4. Restless Limb Syndrome: It is a nervous system disorder causing an urge to move limbs (hands and legs – majorly legs). It usually interferes with sleep and worsens in sleeping hours. Hence is considered as a sleepdisorder.

These disorders can either be cured with time through lifestyle changes and by improving sleep quality. Extreme or prolonged episodes of such disorders also demand medication.

Measures to ensure an adequate sleep:

1. The more stable and consistent our circadian rhythm is, the better our sleep is. Hence sticking to a fixed routine helps getting quality sleep.
2. Block your Clock: Sticking to a fixed sleep and wakeup time helps. With exception to occasions and contingencies, setting the clock for going to bed helps.
3. Avoiding Caffeine, Alcohol and Nicotine, Smoke towards sleeping hours is highly recommended.
 Caffeine can stay in system for hours affecting next day performance. It is easier to tame mind and go off to sleep after having a cup of coffee; however it is not possible to stop the systems churning once caffeine enters the system and generates stimulus.
b. Alcohol might generate a sedative effect while it is consumed; however later it metabolizes during the sleeping hours thereby affecting the quality of sleep.
4. Eat right: Every individual is aware of his system and how it responds. For e.g. If eating high protein or fat diet towards night causes reflux then it is wise to time the meals according to what best suits the body by shifting protein and fats at least 3 hours before sleeping or else keeping it lesser towards sleeping hours. However the dietary intake and timing of meals is also dependent on the fitness goal the individual is chasing.
5. Free your mind: Psychological stressors and troubles should be side-lined while going to sleep. The switch to thinking cap and stress about next day has to be turned off.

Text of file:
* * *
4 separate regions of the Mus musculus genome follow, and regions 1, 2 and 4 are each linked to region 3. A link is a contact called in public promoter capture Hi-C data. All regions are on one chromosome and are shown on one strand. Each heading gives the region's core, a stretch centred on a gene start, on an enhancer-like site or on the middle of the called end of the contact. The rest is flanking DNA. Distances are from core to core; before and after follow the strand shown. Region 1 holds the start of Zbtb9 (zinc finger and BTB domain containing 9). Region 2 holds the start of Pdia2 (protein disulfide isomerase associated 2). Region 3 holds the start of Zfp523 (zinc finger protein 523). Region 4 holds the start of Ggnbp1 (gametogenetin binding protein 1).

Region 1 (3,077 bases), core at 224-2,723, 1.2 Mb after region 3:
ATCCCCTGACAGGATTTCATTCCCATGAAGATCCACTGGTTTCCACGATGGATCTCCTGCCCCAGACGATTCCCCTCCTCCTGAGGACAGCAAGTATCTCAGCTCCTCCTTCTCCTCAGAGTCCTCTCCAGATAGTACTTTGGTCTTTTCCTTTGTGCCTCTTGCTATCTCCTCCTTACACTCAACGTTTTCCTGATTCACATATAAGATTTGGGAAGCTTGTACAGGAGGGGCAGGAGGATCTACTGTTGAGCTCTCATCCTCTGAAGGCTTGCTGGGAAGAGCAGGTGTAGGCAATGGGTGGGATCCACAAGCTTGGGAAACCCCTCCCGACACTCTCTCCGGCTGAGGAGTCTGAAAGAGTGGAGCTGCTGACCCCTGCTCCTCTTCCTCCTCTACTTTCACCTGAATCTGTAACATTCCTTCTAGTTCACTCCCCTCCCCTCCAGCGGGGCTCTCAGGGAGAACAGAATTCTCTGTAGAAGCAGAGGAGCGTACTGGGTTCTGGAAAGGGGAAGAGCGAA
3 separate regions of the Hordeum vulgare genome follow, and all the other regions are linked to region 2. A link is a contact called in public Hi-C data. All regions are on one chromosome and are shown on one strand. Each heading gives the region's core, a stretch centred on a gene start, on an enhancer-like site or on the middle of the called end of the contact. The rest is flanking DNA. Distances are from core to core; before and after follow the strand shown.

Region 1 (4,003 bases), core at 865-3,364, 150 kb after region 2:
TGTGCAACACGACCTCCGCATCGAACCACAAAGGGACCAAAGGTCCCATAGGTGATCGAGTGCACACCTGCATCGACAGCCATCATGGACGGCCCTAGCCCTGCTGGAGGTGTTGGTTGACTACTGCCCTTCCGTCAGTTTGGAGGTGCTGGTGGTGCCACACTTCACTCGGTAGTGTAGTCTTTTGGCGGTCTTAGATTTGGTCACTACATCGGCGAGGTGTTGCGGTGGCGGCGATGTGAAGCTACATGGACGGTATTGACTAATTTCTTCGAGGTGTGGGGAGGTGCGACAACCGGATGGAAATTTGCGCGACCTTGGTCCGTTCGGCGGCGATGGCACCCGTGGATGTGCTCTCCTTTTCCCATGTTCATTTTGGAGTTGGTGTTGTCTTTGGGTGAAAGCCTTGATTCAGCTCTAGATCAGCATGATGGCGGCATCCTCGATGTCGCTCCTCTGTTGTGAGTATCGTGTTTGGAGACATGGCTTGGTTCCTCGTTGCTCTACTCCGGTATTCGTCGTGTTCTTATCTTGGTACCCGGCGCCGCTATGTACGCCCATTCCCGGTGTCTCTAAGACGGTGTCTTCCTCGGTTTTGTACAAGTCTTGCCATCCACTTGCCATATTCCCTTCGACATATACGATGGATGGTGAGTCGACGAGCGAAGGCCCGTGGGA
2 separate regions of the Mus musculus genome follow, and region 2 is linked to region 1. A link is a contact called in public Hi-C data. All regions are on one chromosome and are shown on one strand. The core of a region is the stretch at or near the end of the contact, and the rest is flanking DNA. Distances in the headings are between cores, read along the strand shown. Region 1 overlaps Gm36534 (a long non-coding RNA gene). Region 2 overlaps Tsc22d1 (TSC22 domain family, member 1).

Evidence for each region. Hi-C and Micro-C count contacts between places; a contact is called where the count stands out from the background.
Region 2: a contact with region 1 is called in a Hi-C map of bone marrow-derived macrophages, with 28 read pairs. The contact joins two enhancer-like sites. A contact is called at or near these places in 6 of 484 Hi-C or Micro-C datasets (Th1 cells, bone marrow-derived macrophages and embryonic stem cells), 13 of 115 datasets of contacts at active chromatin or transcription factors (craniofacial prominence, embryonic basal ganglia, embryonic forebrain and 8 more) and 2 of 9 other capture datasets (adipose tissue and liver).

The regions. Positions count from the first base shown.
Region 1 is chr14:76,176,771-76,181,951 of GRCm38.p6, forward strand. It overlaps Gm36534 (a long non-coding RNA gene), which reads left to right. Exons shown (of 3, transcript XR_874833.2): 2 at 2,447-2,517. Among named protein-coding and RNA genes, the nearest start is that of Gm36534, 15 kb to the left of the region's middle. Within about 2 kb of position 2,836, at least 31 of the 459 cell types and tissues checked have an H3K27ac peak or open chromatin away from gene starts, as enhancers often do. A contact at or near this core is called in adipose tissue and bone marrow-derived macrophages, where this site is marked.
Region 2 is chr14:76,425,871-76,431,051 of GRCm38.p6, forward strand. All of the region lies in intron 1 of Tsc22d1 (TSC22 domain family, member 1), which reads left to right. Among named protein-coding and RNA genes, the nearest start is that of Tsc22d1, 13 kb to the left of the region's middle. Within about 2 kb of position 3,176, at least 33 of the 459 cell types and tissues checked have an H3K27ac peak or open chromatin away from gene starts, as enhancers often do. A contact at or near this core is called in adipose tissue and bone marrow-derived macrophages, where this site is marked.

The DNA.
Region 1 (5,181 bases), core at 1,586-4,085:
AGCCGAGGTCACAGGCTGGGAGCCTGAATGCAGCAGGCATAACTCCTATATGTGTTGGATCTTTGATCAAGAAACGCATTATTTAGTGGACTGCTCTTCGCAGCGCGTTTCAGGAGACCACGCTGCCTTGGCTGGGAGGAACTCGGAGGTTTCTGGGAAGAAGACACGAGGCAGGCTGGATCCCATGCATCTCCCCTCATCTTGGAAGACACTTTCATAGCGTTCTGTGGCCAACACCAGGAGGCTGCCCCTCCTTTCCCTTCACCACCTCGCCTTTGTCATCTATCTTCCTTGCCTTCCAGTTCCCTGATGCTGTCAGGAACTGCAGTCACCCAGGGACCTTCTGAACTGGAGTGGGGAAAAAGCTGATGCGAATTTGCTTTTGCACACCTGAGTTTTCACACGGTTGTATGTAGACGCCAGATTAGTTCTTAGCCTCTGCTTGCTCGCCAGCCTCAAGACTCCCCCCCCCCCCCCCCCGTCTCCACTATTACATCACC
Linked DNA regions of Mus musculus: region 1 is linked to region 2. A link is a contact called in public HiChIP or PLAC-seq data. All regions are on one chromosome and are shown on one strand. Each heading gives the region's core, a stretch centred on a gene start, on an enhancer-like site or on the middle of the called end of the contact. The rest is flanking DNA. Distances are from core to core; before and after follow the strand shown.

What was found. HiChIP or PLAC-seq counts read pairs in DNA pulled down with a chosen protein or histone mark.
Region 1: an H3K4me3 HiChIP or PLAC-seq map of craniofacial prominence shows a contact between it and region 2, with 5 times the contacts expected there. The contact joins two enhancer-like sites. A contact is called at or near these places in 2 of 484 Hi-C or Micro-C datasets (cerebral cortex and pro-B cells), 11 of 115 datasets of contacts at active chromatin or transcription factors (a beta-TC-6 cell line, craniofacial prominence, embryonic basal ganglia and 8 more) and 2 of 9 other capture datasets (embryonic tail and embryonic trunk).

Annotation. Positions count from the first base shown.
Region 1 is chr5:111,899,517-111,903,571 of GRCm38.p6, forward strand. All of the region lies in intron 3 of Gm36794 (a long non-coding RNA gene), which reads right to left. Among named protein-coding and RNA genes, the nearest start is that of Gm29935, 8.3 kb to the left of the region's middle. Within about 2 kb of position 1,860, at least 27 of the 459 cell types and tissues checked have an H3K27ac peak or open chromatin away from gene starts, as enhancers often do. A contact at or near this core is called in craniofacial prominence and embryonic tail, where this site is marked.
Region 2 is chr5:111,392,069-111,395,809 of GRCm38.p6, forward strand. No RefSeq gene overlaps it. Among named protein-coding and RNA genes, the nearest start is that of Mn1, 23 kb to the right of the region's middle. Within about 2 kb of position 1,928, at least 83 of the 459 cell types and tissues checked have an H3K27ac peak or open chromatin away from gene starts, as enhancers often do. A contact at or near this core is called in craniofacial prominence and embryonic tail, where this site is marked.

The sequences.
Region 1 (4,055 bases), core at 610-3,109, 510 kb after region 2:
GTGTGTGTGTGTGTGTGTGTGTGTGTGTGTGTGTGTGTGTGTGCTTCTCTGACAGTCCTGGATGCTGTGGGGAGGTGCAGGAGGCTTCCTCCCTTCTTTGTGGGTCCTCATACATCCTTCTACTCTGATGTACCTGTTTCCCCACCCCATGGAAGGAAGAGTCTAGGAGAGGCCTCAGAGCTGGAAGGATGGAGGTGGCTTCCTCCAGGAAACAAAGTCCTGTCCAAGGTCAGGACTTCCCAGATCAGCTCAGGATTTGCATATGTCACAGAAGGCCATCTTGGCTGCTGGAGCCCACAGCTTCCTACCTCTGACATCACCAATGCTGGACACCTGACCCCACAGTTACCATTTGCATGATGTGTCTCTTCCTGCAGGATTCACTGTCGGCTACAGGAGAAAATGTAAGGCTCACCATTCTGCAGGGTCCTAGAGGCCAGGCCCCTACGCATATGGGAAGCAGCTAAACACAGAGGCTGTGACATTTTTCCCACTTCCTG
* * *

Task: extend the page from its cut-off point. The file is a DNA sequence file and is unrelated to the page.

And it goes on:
6. Meditation: A short meditation before going to sleep cools down the mind and brings positivity. This improves sleep quality.

To be continued….

The basics of sleep, how it is regulated and what disorders an inadequate sleep can create are clear to us by now. Ahead of these;

It is interesting to know that when we are fast asleep our mind and body isn’t. All our systems function in orderto rejuvenate a tired body, perform essential cellular and tissue repairs and restore us completely for the upcoming day.

It is even more interesting to know how lack of sleep / poor sleeping pattern can affect body, hamper the health and prolong / delay our fitness goals. The repercussions of a poor and untimed sleep is a must know for fitness enthusiasts!

 

                         Watch this space in next few days to read more about it!

 References:

https://academic.oup.com/sleep/article/35/6/727/2709360

https://www.sciencedirect.com/science/article/pii/S0092867400819650

http://jcsm.aasm.org/ViewAbstract.aspx?pid=30048

https://www.ncbi.nlm.nih.gov/pubmedhealth/PMHT0025458/

https://www.webmd.com/sleep-disorders/guide/narcolepsy#1

https://www.webmd.com/sleep-disorders/guide/insomnia-symptoms-and-causes#1

https://www.webmd.com/brain/restless-legs-syndrome/restless-legs-syndrome-rls#1

https://www.ncbi.nlm.nih.gov/pmc/articles/PMC3963479/

https://www.ncbi.nlm.nih.gov/pmc/articles/PMC4642416/

https://www.ncbi.nlm.nih.gov/pubmed/12184167

https://www.ncbi.nlm.nih.gov/pmc/articles/PMC5768894/

https://www.ncbi.nlm.nih.gov/pmc/articles/PMC5188418/

Institute of Nutrition and Fitness Sciences (INFS) was established with the intent of providing comprehensive and practical knowledge in Health and Fitness. INFS Nutrition and Training courses are divided into levels so that everyone from a general health enthusiast to someone who wants to build a career in Fitness industry can benefit from them.

For more information about our Nutrition and Fitness courses please visit http://www.infs.co.in